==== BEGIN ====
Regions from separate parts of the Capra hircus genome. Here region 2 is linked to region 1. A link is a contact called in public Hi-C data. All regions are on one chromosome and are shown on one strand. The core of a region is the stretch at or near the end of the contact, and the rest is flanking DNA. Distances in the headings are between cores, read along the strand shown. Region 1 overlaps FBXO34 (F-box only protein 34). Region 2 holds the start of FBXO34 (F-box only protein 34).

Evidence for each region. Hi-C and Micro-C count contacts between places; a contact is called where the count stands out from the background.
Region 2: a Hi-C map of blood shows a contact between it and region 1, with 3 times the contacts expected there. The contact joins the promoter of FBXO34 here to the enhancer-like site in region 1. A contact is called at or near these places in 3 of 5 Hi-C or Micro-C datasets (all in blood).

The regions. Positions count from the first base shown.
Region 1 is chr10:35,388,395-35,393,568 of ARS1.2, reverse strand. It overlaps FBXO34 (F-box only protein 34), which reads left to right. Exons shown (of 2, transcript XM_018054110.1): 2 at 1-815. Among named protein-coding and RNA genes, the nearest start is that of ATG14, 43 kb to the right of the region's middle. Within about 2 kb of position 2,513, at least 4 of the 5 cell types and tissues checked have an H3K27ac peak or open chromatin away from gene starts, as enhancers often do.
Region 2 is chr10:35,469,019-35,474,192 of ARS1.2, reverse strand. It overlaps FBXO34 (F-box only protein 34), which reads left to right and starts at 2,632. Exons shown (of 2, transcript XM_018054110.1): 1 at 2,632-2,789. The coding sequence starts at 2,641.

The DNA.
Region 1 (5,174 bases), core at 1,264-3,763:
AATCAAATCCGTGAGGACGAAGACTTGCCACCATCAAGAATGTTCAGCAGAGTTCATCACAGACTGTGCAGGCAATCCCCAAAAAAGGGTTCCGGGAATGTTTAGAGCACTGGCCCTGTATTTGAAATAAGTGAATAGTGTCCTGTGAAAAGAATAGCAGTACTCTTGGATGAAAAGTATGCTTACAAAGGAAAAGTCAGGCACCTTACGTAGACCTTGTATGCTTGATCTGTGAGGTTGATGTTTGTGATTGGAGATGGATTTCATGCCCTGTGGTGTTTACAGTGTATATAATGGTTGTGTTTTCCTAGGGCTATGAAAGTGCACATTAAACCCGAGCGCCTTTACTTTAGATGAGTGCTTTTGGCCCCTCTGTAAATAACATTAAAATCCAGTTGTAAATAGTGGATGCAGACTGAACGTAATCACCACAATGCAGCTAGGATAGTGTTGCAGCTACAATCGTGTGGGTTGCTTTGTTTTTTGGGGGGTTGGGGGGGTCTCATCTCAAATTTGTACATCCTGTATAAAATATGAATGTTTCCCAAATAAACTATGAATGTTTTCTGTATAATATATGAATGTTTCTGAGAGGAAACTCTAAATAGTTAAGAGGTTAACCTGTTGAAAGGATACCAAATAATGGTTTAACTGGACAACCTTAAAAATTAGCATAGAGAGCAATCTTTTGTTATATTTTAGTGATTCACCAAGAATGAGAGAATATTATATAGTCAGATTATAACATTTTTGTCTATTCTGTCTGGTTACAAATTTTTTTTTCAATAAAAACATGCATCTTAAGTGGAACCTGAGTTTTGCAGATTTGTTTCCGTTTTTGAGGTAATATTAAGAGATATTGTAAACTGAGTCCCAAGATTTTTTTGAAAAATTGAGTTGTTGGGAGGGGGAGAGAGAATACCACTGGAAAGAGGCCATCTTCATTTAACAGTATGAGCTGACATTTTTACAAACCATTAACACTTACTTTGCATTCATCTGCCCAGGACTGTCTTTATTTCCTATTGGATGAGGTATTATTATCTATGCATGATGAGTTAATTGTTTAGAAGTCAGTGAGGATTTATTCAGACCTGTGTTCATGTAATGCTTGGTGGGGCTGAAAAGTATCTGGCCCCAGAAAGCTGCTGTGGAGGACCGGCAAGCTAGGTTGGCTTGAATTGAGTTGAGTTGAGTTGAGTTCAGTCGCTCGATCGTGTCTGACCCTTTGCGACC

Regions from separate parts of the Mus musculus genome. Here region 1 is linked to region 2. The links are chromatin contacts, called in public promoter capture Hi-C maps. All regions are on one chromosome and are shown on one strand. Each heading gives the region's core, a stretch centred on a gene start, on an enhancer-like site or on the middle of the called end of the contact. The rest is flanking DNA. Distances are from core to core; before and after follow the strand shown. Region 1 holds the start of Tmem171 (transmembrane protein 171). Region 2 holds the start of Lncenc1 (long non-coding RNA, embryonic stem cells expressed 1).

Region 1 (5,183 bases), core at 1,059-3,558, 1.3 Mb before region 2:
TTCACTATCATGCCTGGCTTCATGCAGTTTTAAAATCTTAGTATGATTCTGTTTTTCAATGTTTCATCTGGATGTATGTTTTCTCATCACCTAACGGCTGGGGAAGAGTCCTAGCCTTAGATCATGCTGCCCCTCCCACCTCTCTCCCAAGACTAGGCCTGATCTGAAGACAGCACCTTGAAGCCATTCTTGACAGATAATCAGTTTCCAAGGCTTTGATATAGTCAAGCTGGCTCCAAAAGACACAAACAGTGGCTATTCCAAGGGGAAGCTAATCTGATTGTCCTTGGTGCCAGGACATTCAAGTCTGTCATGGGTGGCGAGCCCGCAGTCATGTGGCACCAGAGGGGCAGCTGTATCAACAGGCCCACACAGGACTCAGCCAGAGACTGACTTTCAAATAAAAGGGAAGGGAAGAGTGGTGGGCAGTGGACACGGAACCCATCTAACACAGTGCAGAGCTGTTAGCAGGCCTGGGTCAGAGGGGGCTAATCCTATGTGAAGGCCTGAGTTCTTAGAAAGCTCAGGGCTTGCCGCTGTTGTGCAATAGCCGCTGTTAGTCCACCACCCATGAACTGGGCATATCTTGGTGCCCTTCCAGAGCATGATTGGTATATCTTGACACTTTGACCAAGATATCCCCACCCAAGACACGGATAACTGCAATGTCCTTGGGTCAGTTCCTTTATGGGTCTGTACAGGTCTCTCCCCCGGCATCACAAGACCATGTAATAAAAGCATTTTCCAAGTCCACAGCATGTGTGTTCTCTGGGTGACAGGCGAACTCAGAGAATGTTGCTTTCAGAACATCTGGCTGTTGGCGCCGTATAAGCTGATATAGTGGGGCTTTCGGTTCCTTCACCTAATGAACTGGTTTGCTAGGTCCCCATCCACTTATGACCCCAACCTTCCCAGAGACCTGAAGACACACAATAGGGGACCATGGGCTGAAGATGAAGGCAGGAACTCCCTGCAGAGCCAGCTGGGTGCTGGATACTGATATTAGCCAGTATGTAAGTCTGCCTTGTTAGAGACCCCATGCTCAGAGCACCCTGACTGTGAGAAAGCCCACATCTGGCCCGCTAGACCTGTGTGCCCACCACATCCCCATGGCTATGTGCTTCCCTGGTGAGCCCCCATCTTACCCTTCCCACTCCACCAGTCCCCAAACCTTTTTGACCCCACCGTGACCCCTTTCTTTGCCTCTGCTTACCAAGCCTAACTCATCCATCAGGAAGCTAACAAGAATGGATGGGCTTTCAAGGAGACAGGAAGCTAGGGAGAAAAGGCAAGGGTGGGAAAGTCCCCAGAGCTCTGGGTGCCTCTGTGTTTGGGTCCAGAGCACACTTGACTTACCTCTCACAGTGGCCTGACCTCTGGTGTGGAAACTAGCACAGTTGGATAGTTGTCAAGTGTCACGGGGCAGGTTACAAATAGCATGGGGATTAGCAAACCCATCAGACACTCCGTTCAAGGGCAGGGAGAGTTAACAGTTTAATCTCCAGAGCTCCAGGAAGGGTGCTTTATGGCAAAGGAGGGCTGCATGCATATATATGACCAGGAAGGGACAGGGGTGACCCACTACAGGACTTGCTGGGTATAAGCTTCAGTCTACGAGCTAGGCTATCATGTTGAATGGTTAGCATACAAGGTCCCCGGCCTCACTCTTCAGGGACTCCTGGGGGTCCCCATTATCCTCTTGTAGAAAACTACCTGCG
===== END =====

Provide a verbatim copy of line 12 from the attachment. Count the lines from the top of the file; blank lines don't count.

TTCACTATCATGCCTGGCTTCATGCAGTTTTAAAATCTTAGTATGATTCTGTTTTTCAATGTTTCATCTGGATGTATGTTTTCTCATCACCTAACGGCTGGGGAAGAGTCCTAGCCTTAGATCATGCTGCCCCTCCCACCTCTCTCCCAAGACTAGGCCTGATCTGAAGACAGCACCTTGAAGCCATTCTTGACAGATAATCAGTTTCCAAGGCTTTGATATAGTCAAGCTGGCTCCAAAAGACACAAACAGTGGCTATTCCAAGGGGAAGCTAATCTGATTGTCCTTGGTGCCAGGACATTCAAGTCTGTCATGGGTGGCGAGCCCGCAGTCATGTGGCACCAGAGGGGCAGCTGTATCAACAGGCCCACACAGGACTCAGCCAGAGACTGACTTTCAAATAAAAGGGAAGGGAAGAGTGGTGGGCAGTGGACACGGAACCCATCTAACACAGTGCAGAGCTGTTAGCAGGCCTGGGTCAGAGGGGGCTAATCCTATGTGAAGGCCTGAGTTCTTAGAAAGCTCAGGGCTTGCCGCTGTTGTGCAATAGCCGCTGTTAGTCCACCACCCATGAACTGGGCATATCTTGGTGCCCTTCCAGAGCATGATTGGTATATCTTGACACTTTGACCAAGATATCCCCACCCAAGACACGGATAACTGCAATGTCCTTGGGTCAGTTCCTTTATGGGTCTGTACAGGTCTCTCCCCCGGCATCACAAGACCATGTAATAAAAGCATTTTCCAAGTCCACAGCATGTGTGTTCTCTGGGTGACAGGCGAACTCAGAGAATGTTGCTTTCAGAACATCTGGCTGTTGGCGCCGTATAAGCTGATATAGTGGGGCTTTCGGTTCCTTCACCTAATGAACTGGTTTGCTAGGTCCCCATCCACTTATGACCCCAACCTTCCCAGAGACCTGAAGACACACAATAGGGGACCATGGGCTGAAGATGAAGGCAGGAACTCCCTGCAGAGCCAGCTGGGTGCTGGATACTGATATTAGCCAGTATGTAAGTCTGCCTTGTTAGAGACCCCATGCTCAGAGCACCCTGACTGTGAGAAAGCCCACATCTGGCCCGCTAGACCTGTGTGCCCACCACATCCCCATGGCTATGTGCTTCCCTGGTGAGCCCCCATCTTACCCTTCCCACTCCACCAGTCCCCAAACCTTTTTGACCCCACCGTGACCCCTTTCTTTGCCTCTGCTTACCAAGCCTAACTCATCCATCAGGAAGCTAACAAGAATGGATGGGCTTTCAAGGAGACAGGAAGCTAGGGAGAAAAGGCAAGGGTGGGAAAGTCCCCAGAGCTCTGGGTGCCTCTGTGTTTGGGTCCAGAGCACACTTGACTTACCTCTCACAGTGGCCTGACCTCTGGTGTGGAAACTAGCACAGTTGGATAGTTGTCAAGTGTCACGGGGCAGGTTACAAATAGCATGGGGATTAGCAAACCCATCAGACACTCCGTTCAAGGGCAGGGAGAGTTAACAGTTTAATCTCCAGAGCTCCAGGAAGGGTGCTTTATGGCAAAGGAGGGCTGCATGCATATATATGACCAGGAAGGGACAGGGGTGACCCACTACAGGACTTGCTGGGTATAAGCTTCAGTCTACGAGCTAGGCTATCATGTTGAATGGTTAGCATACAAGGTCCCCGGCCTCACTCTTCAGGGACTCCTGGGGGTCCCCATTATCCTCTTGTAGAAAACTACCTGCG